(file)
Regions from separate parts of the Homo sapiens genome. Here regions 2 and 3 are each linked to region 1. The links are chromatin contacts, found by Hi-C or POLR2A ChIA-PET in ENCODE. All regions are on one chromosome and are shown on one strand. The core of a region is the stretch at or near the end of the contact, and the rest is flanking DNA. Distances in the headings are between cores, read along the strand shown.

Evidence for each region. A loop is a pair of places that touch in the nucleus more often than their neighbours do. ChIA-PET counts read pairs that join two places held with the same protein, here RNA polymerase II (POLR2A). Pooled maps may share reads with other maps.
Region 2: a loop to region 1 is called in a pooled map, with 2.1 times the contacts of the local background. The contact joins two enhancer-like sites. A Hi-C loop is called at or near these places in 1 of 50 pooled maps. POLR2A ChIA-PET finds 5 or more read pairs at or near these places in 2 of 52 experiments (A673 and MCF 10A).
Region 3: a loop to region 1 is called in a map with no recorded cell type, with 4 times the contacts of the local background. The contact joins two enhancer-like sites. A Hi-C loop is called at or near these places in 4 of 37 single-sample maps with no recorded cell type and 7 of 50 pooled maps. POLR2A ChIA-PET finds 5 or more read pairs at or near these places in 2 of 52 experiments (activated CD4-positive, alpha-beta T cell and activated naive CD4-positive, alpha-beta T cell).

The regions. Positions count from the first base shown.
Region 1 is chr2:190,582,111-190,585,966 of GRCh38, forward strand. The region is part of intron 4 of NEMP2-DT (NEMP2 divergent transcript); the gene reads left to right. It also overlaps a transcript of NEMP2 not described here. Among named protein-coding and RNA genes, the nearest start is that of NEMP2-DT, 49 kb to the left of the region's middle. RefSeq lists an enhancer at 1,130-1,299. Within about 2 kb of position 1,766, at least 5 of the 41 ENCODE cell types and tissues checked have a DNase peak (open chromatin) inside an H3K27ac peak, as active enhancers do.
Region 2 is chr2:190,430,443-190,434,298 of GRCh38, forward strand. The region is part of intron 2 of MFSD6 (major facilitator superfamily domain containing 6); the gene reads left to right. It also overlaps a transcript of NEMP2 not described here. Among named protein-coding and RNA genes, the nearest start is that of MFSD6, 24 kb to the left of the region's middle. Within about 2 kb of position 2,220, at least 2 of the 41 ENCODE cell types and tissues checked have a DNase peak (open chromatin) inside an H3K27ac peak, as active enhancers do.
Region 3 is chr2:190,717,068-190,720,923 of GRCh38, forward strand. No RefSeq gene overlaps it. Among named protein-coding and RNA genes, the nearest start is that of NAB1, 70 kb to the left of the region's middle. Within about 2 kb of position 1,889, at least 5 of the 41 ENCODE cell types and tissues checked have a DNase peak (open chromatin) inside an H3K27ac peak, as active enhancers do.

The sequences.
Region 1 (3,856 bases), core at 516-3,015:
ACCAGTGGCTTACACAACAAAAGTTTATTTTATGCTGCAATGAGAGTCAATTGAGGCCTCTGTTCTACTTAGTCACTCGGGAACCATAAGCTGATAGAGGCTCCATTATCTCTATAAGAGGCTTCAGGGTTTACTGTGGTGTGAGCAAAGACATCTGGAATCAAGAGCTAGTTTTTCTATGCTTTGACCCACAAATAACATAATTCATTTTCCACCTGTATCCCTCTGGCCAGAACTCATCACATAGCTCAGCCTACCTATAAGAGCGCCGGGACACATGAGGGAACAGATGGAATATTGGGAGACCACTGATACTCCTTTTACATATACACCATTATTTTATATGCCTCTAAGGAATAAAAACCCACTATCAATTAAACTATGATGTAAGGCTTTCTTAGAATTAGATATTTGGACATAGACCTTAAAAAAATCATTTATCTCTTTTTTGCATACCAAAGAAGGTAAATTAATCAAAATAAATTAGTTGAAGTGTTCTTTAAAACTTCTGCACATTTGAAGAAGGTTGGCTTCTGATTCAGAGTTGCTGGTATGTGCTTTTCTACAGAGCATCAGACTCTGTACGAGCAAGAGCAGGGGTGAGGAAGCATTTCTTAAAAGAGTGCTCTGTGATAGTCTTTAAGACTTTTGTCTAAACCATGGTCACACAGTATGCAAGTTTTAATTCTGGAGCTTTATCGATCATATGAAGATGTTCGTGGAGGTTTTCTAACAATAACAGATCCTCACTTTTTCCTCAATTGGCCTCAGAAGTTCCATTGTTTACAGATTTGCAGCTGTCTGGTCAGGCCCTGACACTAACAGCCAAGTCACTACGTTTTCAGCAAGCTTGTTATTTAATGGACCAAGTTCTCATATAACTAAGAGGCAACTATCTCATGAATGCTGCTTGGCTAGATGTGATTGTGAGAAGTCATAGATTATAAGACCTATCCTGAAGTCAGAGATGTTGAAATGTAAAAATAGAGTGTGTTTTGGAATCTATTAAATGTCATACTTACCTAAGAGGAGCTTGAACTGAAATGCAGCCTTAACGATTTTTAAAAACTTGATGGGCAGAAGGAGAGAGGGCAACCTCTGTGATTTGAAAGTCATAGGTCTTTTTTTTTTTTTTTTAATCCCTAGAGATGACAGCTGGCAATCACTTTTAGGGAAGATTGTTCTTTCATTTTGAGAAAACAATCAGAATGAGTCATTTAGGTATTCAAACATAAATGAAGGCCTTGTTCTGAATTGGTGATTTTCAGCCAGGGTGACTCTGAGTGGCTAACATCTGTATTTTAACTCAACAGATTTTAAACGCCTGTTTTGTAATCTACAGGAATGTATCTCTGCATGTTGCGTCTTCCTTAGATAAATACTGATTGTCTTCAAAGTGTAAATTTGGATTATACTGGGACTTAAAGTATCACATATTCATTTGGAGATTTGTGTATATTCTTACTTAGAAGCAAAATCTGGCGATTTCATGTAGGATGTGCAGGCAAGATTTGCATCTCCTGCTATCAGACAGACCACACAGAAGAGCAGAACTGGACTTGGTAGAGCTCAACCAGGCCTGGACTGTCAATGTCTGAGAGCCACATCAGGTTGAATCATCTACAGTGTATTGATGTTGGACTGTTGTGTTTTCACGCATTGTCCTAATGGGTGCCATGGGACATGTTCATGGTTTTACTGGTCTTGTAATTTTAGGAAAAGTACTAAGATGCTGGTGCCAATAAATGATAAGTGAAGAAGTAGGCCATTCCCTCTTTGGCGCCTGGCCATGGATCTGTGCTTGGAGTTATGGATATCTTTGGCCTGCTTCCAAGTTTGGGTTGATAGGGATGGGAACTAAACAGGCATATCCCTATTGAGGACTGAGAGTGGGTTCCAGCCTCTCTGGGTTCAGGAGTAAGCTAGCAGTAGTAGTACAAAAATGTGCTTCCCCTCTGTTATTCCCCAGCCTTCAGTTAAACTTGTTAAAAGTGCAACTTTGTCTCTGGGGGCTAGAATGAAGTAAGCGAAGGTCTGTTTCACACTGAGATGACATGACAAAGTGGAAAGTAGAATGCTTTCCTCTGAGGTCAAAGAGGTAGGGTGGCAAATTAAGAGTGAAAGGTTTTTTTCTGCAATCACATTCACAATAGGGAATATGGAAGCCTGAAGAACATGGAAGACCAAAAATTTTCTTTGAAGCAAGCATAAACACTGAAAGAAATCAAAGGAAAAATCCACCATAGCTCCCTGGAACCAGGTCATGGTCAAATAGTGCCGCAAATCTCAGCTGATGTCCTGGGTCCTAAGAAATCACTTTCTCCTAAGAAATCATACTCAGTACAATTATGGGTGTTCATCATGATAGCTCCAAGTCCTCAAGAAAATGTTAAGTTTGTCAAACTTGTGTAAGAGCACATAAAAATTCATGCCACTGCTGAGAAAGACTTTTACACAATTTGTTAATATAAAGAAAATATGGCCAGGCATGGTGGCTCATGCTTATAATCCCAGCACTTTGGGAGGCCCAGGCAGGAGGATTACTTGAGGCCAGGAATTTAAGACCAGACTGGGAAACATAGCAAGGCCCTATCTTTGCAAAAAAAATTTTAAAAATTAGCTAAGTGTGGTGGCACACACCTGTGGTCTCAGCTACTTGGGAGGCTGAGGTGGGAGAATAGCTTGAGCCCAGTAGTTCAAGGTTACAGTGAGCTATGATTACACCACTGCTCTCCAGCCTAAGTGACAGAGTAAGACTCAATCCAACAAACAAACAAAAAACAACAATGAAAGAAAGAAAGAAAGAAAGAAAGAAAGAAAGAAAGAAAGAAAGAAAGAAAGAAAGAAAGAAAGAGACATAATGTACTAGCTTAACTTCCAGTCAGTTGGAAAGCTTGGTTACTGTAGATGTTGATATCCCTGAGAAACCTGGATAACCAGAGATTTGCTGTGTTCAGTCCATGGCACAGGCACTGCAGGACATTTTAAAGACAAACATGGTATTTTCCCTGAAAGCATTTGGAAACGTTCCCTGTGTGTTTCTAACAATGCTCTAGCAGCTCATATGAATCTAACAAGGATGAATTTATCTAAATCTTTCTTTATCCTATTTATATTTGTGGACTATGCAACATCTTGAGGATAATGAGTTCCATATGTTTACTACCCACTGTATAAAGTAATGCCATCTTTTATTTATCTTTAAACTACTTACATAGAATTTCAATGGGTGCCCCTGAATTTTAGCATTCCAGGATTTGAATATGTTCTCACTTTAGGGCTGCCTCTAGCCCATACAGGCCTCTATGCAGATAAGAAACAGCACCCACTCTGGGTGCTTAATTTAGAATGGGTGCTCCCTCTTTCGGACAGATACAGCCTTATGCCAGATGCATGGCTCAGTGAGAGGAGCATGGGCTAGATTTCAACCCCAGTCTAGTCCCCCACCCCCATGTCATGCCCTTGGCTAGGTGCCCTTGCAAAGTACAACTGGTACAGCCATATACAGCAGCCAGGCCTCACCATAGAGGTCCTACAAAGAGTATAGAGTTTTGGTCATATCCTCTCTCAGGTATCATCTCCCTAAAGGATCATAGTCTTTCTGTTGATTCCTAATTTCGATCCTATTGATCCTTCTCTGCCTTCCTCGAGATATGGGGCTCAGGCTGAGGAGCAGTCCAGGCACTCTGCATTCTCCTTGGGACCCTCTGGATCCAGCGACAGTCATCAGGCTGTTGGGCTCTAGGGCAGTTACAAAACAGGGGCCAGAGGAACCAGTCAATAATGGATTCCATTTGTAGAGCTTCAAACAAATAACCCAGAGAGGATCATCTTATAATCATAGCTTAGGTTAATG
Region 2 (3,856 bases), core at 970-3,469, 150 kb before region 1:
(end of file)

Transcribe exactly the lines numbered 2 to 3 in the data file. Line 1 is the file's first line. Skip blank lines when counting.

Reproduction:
Evidence for each region. A loop is a pair of places that touch in the nucleus more often than their neighbours do. ChIA-PET counts read pairs that join two places held with the same protein, here RNA polymerase II (POLR2A). Pooled maps may share reads with other maps.
Region 2: a loop to region 1 is called in a pooled map, with 2.1 times the contacts of the local background. The contact joins two enhancer-like sites. A Hi-C loop is called at or near these places in 1 of 50 pooled maps. POLR2A ChIA-PET finds 5 or more read pairs at or near these places in 2 of 52 experiments (A673 and MCF 10A).